In 2020, there were 411,723 people aged 55 and older living with HIV, representing 39% of the U.S. population living with HIV. In the same year, out of all people newly diagnosed with HIV, 10% were aged 55 and older. Additionally, for people 55 and older living with diagnosed HIV:
- 85% were linked to care;
- 73% received care;
- 66% were virally suppressed – the highest viral suppression rate out of all age groups.
From 2020 to 20121, there was a 23% increase in the number of PrEP users among this age group. The PrEP-to-Need Ratio, which is the number of PrEP users divided by the number of HIV new diagnoses, has also increased, with 9.7 PrEP users aged 55 and older using PrEP for every new diagnosis in 2021 compared to 6.3 PrEP users for every new HIV diagnosis in 2019, indicating a lower unmet need for PrEP.
Older adults living with HIV face additional aging-related challenges with multiple chronic conditions like cardiovascular disease, lung disease, obesity, and more. Stigma stemming from isolation due to a lack of social support and/or illness may also prevent older individuals from accessing HIV-related health care or disclosing their HIV status.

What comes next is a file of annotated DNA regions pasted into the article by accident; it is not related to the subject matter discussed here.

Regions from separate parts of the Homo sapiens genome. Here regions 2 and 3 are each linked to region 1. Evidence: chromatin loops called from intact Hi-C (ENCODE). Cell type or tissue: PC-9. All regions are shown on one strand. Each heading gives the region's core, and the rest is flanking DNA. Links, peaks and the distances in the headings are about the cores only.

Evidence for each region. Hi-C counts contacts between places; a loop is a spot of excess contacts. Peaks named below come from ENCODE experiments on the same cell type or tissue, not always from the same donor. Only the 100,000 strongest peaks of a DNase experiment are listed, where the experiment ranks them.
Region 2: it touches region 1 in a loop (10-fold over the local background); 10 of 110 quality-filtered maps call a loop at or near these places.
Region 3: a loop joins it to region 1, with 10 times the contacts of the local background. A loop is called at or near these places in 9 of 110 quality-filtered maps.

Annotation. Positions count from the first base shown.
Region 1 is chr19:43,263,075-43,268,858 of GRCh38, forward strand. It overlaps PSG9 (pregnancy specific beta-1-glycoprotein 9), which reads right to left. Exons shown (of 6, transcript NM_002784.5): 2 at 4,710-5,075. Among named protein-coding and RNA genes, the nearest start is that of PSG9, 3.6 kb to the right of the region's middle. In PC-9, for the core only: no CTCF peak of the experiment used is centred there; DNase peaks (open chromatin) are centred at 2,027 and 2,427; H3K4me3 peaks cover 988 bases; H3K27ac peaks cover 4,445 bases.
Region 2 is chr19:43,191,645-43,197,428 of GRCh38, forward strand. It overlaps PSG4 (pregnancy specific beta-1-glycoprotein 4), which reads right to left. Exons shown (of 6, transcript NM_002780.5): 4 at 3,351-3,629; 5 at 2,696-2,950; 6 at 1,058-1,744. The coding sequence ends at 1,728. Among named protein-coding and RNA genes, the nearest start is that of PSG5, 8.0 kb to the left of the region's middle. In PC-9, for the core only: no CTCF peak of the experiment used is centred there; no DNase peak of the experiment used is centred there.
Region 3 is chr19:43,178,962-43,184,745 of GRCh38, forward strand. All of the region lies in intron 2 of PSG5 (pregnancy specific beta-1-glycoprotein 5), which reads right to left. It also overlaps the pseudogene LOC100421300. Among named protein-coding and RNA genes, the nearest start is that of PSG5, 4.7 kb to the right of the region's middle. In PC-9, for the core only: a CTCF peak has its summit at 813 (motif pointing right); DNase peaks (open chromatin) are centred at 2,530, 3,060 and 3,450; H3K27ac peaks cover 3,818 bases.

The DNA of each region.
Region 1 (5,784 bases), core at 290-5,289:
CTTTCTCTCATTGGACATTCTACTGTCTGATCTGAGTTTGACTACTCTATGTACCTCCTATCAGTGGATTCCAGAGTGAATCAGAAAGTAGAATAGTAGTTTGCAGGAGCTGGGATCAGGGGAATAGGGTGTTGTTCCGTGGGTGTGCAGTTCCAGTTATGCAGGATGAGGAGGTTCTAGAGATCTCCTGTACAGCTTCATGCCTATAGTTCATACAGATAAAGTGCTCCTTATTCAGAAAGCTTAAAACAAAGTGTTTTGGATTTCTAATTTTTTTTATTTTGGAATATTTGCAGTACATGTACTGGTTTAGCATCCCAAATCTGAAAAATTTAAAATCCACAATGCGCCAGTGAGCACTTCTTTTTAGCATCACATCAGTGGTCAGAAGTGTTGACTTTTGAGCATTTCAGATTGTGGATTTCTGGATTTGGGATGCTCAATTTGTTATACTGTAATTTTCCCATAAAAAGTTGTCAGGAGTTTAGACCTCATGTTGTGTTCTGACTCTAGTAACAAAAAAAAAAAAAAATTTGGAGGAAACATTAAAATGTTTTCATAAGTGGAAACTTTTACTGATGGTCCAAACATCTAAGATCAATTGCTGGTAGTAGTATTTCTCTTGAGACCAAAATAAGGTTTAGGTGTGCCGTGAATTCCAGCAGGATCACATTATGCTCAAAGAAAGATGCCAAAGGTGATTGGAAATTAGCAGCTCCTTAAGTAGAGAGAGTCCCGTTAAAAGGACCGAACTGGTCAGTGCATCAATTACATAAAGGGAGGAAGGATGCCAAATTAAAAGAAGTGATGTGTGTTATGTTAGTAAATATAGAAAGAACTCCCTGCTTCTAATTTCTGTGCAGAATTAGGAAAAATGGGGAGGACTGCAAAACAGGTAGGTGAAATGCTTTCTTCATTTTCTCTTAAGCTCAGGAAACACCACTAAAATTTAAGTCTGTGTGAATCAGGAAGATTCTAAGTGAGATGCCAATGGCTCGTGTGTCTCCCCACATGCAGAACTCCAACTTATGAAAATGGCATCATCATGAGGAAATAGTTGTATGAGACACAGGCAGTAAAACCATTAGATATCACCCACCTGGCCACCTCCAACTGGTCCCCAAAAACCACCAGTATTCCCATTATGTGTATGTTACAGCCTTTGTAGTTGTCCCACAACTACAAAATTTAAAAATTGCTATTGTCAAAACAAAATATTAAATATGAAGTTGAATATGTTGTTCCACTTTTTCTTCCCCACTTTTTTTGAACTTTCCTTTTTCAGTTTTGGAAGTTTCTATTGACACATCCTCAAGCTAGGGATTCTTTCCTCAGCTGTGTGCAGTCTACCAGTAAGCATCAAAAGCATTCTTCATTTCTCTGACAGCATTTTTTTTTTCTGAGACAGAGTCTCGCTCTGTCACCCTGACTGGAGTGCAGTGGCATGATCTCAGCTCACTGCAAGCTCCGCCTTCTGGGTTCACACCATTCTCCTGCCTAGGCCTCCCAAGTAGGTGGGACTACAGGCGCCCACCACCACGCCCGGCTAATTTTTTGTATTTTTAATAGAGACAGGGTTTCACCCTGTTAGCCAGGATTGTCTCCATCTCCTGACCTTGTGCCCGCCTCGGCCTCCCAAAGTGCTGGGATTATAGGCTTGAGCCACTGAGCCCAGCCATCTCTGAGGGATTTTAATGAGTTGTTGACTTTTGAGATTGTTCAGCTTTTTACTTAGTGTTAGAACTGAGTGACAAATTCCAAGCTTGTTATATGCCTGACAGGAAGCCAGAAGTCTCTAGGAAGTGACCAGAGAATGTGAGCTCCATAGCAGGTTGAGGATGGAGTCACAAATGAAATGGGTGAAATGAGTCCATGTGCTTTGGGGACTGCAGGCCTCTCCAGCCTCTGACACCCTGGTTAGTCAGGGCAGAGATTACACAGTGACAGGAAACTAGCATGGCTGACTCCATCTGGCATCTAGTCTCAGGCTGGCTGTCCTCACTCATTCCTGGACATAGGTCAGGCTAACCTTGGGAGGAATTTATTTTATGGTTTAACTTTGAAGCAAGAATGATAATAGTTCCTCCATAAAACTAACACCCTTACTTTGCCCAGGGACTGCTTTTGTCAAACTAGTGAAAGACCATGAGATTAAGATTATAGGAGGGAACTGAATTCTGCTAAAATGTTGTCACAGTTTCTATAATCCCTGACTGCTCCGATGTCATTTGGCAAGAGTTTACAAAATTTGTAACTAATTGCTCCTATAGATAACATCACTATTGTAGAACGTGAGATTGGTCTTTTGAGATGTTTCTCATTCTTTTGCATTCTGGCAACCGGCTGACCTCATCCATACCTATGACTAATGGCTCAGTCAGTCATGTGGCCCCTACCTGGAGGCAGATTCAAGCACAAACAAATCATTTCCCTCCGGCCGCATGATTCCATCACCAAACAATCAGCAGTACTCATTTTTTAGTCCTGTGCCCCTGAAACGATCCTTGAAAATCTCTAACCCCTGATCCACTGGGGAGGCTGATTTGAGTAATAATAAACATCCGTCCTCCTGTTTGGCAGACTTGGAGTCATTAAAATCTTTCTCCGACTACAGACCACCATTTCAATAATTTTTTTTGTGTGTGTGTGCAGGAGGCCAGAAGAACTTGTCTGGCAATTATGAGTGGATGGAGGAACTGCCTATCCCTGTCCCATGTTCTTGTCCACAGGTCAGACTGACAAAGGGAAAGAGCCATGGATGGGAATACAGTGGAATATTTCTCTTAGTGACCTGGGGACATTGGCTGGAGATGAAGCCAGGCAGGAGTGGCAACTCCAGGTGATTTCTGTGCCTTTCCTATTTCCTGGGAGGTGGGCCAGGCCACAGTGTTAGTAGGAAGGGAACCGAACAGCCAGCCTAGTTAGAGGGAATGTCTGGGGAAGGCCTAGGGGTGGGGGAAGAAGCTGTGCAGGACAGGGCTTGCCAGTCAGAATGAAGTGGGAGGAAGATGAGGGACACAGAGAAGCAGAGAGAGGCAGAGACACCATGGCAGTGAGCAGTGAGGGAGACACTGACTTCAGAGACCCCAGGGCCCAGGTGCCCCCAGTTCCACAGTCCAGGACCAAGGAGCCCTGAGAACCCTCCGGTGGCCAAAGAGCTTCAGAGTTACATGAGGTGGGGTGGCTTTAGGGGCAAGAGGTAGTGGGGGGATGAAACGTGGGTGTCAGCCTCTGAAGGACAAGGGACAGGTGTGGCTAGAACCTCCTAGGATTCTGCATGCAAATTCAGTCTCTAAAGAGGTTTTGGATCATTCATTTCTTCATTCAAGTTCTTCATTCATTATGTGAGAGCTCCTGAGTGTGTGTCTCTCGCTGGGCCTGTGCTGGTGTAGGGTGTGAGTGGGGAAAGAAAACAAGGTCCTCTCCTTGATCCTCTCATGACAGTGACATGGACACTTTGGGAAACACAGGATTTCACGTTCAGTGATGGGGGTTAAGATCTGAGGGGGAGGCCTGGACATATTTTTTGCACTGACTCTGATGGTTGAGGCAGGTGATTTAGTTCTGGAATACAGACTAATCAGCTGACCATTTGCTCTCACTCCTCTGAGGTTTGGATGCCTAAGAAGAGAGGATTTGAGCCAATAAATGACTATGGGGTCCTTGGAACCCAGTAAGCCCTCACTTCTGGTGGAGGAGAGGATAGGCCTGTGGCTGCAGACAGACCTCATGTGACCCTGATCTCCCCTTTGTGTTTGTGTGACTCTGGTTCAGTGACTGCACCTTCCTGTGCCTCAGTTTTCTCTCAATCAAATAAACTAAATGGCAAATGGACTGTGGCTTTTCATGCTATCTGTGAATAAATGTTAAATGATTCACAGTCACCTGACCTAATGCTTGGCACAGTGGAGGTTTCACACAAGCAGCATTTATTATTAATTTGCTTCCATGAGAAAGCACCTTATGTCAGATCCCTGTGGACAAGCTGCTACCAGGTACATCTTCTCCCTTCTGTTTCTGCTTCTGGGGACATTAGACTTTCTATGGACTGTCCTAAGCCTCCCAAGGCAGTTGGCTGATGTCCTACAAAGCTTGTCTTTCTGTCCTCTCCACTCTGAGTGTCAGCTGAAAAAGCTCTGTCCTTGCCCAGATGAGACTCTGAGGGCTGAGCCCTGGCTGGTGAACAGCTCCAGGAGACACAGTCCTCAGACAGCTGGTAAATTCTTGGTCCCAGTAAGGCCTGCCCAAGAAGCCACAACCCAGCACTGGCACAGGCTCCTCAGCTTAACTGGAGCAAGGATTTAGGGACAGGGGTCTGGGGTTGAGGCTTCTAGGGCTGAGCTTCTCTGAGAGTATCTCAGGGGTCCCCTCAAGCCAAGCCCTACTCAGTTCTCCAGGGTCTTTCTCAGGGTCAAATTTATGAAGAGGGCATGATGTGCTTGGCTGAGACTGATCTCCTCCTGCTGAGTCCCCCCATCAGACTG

In addition to aging-related challenges, racial disparities and social determinants of health such as poverty, insurance status, education, household income, food insecurity, and unemployment can negatively impact HIV-related health outcomes for this age group. For example:
- Black Americans 55 and older had the highest number of new HIV diagnoses (1,241 diagnoses) and deaths among people living with HIV (4,818 deaths) compared to other races/ethnicities in the same age group
- In 2020, Americans 65 and over had a far lower median household income ($47,000) than the national average of $65,000